Review by Tulis McCall
12 June 2015
Man and woman are high school sweethearts. They marry. He becomes a pro-football player, and they live the life accordingly. Big house, lots o’ money tossed about, etc. etc. etc. Twenty some years and two children later, the man wakes up and realizes that his life is a big fat lie. He leaves his wife and children, and sets out for the wilds of Manhattan. Once established in a loft of his own design, he falls into a relationship with someone 20 years his junior. This pretty young thing is sexually active and expert to the point of being dangerous. This is a whole new galaxy to the man, and he surprises himself by leaping off the preverbal cliff with eyes wide open. When his new love interest doesn’t take the relationship as seriously as he does, the man takes it so hard he nearly self destructs.
Okay. Not so much new there. But what if I told you that the sexy young thing was also a man? In our Manhattan reality this is also not exactly news. It is, however, like interracial love stories, overweight leading characters, and women over 50 – MIA on the American stage.
Consent by David Rhodes, now playing at the Black Box Theatre at the Harold and Miriam Steinberg Center for Theatre, is looking to remedy that imbalance. The subject matter alone is enough to make some audience members leave while others sit and weep.
Ron Sullivan (Mark McCullough Thomas) is not a neat and tidy character. His wife Susie (Angela Pierce) and his two children are fixtures in his rear view mirror. All he can think about is freedom. Obligations are notes on a piece of paper. Ron is busting into a new life being led by his libido and his penis. Everything is new and nothing much matters except getting laid in as many different ways as he can. Or this is what he is telling himself. But the reality is that, while the you can take the man out of the family, you can’t always take the family out of the man.
This is evident when Ron’s sister Emily (Catherine Curtin) blasts into the play and the story comes to life. Emily is a woman who lives life on a large scale. She colors outside the box and looks out of place in Ron’s designer and very tidy home. But she is exactly what we need – and so does Ron. She listen’s to the story of new romance and some off the charts sex with a combination of disbelief and impatience. It is one thing to leave your life and come out of the closet. It is another to disregard your family and responsibilities and even worse to behave recklessly – and that is the path Ron is treading. Not treading – it is the path down which he is galloping.
With his new Yale Law Student boyfriend Kurt (Michael Goldstein) he has discovered not only sex with a man, but S&M as well. Who needs family? Ron is like a man who hasn’t eaten in a month and is suddenly face to face with a smorgasbord. He can barely wrap his mind around this new experience, never mind the added twist of role playing in the extreme.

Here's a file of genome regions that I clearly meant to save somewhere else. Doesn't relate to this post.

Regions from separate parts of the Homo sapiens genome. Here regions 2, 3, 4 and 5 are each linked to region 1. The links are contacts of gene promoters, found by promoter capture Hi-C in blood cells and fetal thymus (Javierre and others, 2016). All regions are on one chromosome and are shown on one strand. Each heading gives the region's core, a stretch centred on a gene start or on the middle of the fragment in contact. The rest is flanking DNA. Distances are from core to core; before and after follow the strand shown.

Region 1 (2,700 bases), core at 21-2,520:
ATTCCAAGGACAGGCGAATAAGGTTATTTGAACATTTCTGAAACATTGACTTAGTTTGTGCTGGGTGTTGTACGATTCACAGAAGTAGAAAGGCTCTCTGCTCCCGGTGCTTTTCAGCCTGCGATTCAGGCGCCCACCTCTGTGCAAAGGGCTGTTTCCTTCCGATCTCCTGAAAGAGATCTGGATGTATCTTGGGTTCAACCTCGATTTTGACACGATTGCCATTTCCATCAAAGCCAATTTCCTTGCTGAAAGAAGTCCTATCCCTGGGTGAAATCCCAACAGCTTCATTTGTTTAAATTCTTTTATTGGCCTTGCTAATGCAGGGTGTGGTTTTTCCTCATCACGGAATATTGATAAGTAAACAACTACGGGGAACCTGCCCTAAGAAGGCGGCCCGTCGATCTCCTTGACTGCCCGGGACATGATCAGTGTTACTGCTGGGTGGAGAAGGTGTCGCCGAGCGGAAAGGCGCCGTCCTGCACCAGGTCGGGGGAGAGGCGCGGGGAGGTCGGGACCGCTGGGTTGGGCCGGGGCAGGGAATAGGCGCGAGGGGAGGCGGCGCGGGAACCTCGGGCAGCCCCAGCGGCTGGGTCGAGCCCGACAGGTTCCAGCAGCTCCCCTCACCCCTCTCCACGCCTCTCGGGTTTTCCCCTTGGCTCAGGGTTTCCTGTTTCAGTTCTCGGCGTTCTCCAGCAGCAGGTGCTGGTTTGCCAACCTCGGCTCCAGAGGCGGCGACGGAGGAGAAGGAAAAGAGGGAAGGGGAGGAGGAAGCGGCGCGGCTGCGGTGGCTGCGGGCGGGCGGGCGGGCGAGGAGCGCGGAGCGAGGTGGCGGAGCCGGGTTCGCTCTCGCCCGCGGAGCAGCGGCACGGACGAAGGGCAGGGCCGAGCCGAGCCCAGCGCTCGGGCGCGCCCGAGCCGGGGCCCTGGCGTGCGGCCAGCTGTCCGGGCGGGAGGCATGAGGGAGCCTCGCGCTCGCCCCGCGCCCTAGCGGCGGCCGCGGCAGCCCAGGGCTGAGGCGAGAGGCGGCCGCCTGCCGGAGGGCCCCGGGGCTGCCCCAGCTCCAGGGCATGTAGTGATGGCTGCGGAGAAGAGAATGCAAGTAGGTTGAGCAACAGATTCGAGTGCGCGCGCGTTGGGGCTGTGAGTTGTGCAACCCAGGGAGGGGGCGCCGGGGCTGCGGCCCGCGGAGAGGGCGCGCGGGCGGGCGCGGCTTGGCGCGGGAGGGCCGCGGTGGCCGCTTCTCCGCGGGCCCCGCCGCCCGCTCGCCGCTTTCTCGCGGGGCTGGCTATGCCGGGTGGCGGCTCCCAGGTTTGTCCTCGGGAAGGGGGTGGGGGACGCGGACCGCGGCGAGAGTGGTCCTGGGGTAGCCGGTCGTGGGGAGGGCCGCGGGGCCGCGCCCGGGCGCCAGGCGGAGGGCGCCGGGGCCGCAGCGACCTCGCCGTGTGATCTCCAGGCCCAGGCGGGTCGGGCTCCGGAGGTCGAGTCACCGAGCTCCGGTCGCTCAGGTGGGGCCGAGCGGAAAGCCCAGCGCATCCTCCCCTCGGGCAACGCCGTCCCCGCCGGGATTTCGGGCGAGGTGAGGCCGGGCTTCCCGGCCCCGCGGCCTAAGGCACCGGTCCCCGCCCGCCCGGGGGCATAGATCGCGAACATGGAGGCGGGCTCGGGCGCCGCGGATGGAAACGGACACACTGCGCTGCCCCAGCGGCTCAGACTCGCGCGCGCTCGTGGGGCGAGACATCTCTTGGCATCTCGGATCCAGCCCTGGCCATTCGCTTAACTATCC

We experience this sex, tastefully staged, as it happens. But we really experience it when Ron tells his sister Emily. The actual magnitude of the situation never quite delivers itself to us in real time because as a couple, Thomas and Golstein never seem to reach the boiling point. They do go through the motions, but the spark of insane sex never catches on and bursts into flame. This is also true for Ron’s relationship with Susie (Angela Pierce) his ex-wife who has little to do other than wish him back in her life and in their house. Life without Ron is unthinkable. It is only in her scene with Ms. Curtain that we see Susie laid bare and vulnerable – not so much in her interactions with Ron himself.
Rhodes is writing about a world that is very real and very marginalized in our precious society. Love and (egads) sex between men is one of those things that a person does not discuss in polite society, and certainly not over cocktails at the Ritz, Actually, we timid folk don’t discuss sex much at all. It is better left to the imagination or the odd movie here and there. So kudos to Rhodes for being brave, taking risks and speaking his truth.
Were the relationship between these two men as believable as the relationship between the siblings – I would be ecstatic. This, however, is not the case. Thomas and Goldstein are sincere, but they are not passionate. In addition, it is difficult to imagine Mr. Thomas as a football player. He is trim and very easy on the eyes, but imagining him on a football field is a stretch.
It is Curtin who brings us passion and depth by the boatload. Through her we have a direct connection to the train wreck that was Ron’s marriage as well as to the only unconditional love that is still standing when the other relationships have either caved in or are teetering on the brink of disaster. Ron’s children are mentioned but never seen. There are no friends evident. His wife is of little use or value. There is only the boy – who is not without his merits – and Emily.
It is Emily who, with a ferocity worthy of a mountain lion defending her cubs, talks Ron down off the edge. It is Emily who refuses to let Ron sit alone in the closet any longer. It is Emily who understand the terror and the truth and who chooses in her own reckless way to love, and to hope, and to live.
And because of that, the young man three seats away from me was reduced to tears.